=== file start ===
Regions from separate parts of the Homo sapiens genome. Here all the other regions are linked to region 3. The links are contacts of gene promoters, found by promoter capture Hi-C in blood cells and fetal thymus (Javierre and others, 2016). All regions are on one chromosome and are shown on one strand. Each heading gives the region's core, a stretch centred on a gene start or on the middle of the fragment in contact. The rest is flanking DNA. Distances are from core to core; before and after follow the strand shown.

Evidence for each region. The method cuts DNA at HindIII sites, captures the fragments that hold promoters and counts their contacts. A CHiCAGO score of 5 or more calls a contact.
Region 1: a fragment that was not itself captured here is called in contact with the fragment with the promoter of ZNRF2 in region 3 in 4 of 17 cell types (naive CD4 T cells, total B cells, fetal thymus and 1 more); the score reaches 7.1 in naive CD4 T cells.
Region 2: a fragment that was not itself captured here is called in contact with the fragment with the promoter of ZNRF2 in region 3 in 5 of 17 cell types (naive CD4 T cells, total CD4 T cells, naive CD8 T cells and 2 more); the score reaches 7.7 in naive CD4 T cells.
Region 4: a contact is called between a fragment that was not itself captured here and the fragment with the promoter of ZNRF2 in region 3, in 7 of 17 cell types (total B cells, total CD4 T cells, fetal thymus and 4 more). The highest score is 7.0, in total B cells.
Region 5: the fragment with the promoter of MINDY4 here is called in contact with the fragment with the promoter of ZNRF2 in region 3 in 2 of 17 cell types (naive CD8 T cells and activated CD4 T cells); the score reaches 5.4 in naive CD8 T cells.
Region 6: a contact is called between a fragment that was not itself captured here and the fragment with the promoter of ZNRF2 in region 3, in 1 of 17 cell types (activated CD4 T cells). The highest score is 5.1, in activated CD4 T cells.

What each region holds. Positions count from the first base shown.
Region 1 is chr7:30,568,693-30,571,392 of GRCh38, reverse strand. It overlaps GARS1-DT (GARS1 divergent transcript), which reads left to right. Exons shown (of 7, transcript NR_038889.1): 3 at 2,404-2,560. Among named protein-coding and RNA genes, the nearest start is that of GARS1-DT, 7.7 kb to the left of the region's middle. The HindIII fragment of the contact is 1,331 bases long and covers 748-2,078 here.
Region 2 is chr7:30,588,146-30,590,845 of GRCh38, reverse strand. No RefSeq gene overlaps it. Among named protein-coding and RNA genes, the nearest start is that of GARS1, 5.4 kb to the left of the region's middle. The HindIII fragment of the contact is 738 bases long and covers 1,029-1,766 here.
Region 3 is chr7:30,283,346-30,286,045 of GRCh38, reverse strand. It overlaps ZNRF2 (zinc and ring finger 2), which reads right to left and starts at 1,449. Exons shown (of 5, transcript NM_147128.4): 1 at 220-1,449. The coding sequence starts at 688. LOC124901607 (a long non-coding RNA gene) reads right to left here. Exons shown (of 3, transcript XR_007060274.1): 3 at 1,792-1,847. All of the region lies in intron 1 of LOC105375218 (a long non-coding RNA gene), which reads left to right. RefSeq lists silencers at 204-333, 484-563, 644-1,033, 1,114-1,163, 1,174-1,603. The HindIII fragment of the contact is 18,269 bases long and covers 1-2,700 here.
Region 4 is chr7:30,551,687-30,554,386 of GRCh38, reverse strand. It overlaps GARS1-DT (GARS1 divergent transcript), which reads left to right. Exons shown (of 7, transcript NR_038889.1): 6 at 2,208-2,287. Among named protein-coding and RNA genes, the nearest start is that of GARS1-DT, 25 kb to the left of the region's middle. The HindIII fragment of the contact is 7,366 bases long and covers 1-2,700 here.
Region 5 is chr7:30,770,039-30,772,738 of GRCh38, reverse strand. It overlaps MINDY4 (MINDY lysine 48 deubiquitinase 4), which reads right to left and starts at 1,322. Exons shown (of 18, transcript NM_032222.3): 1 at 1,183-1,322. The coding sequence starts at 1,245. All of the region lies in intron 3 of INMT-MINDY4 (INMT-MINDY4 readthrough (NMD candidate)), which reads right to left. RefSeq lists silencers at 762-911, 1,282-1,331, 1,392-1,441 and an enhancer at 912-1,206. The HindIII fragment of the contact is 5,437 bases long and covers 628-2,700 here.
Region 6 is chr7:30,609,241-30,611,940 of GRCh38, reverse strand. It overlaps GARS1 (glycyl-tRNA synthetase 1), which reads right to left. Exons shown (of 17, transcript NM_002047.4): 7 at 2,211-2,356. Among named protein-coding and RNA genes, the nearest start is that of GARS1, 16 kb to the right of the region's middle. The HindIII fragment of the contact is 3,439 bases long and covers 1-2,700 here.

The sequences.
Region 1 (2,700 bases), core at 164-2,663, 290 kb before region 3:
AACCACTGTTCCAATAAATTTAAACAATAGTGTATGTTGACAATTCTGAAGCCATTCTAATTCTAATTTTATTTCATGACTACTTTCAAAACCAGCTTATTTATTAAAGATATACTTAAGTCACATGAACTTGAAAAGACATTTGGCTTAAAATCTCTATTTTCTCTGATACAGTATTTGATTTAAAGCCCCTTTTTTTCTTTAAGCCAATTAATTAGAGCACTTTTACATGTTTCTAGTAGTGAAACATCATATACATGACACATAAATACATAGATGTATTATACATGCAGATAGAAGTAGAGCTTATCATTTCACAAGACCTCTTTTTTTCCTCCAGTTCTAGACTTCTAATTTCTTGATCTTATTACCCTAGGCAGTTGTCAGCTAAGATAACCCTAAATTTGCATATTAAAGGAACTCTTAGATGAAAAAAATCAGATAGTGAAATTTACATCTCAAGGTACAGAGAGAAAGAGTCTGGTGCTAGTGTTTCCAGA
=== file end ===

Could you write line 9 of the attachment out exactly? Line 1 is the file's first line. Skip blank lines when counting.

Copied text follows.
Region 1 is chr7:30,568,693-30,571,392 of GRCh38, reverse strand. It overlaps GARS1-DT (GARS1 divergent transcript), which reads left to right. Exons shown (of 7, transcript NR_038889.1): 3 at 2,404-2,560. Among named protein-coding and RNA genes, the nearest start is that of GARS1-DT, 7.7 kb to the left of the region's middle. The HindIII fragment of the contact is 1,331 bases long and covers 748-2,078 here.